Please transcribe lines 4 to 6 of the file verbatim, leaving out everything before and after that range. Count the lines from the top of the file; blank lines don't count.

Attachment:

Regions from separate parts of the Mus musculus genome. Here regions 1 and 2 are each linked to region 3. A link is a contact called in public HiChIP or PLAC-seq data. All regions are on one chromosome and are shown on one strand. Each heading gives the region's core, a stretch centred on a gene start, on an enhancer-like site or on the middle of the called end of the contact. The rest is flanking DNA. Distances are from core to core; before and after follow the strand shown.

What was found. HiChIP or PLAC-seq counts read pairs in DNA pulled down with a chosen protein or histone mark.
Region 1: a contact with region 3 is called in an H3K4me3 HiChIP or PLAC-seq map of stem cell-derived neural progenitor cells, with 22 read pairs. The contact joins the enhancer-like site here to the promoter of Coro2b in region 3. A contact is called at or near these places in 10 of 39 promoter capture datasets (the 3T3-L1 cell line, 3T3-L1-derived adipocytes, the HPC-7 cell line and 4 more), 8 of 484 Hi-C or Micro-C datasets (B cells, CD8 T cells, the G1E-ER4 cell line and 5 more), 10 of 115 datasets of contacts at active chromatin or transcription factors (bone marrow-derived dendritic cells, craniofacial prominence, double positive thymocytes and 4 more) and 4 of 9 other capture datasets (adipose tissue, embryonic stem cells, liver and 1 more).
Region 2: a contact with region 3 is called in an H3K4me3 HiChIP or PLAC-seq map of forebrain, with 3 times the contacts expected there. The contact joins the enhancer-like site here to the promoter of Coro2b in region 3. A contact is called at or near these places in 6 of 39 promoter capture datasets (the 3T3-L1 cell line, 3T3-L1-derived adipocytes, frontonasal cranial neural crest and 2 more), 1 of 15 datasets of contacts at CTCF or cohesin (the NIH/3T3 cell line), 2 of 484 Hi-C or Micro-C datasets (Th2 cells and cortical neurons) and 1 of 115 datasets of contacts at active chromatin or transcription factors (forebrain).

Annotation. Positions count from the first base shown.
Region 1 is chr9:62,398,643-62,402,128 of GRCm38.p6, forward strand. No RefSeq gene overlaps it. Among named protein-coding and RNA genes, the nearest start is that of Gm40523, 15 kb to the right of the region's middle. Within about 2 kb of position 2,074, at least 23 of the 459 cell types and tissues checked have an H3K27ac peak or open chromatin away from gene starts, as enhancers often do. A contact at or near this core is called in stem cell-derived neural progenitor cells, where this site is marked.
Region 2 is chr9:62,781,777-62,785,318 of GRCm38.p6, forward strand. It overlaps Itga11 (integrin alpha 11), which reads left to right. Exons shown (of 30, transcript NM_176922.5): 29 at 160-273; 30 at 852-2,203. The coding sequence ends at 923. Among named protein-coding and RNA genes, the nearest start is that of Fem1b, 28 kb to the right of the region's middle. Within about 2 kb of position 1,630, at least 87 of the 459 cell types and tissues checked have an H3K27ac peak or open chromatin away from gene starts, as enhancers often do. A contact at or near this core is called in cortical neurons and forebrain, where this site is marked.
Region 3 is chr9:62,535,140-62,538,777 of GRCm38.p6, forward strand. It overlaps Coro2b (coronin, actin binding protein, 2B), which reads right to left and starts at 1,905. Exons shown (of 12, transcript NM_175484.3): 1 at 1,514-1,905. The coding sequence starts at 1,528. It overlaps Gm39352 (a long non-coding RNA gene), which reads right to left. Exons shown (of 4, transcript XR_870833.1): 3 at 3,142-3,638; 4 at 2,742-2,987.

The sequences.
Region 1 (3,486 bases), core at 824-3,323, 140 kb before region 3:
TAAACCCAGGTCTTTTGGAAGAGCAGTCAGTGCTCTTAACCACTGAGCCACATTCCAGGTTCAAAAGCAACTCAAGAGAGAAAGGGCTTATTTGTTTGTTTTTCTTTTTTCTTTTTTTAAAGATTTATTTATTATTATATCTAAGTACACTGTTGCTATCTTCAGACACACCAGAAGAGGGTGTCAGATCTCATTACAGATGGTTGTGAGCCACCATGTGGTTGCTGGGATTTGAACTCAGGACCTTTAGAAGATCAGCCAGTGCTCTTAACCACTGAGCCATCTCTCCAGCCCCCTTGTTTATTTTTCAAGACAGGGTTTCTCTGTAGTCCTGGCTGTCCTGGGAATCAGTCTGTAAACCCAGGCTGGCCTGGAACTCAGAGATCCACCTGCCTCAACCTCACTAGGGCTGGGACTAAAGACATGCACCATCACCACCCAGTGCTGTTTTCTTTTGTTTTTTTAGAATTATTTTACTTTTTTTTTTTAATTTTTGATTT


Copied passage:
Region 2: a contact with region 3 is called in an H3K4me3 HiChIP or PLAC-seq map of forebrain, with 3 times the contacts expected there. The contact joins the enhancer-like site here to the promoter of Coro2b in region 3. A contact is called at or near these places in 6 of 39 promoter capture datasets (the 3T3-L1 cell line, 3T3-L1-derived adipocytes, frontonasal cranial neural crest and 2 more), 1 of 15 datasets of contacts at CTCF or cohesin (the NIH/3T3 cell line), 2 of 484 Hi-C or Micro-C datasets (Th2 cells and cortical neurons) and 1 of 115 datasets of contacts at active chromatin or transcription factors (forebrain).

Annotation. Positions count from the first base shown.
Region 1 is chr9:62,398,643-62,402,128 of GRCm38.p6, forward strand. No RefSeq gene overlaps it. Among named protein-coding and RNA genes, the nearest start is that of Gm40523, 15 kb to the right of the region's middle. Within about 2 kb of position 2,074, at least 23 of the 459 cell types and tissues checked have an H3K27ac peak or open chromatin away from gene starts, as enhancers often do. A contact at or near this core is called in stem cell-derived neural progenitor cells, where this site is marked.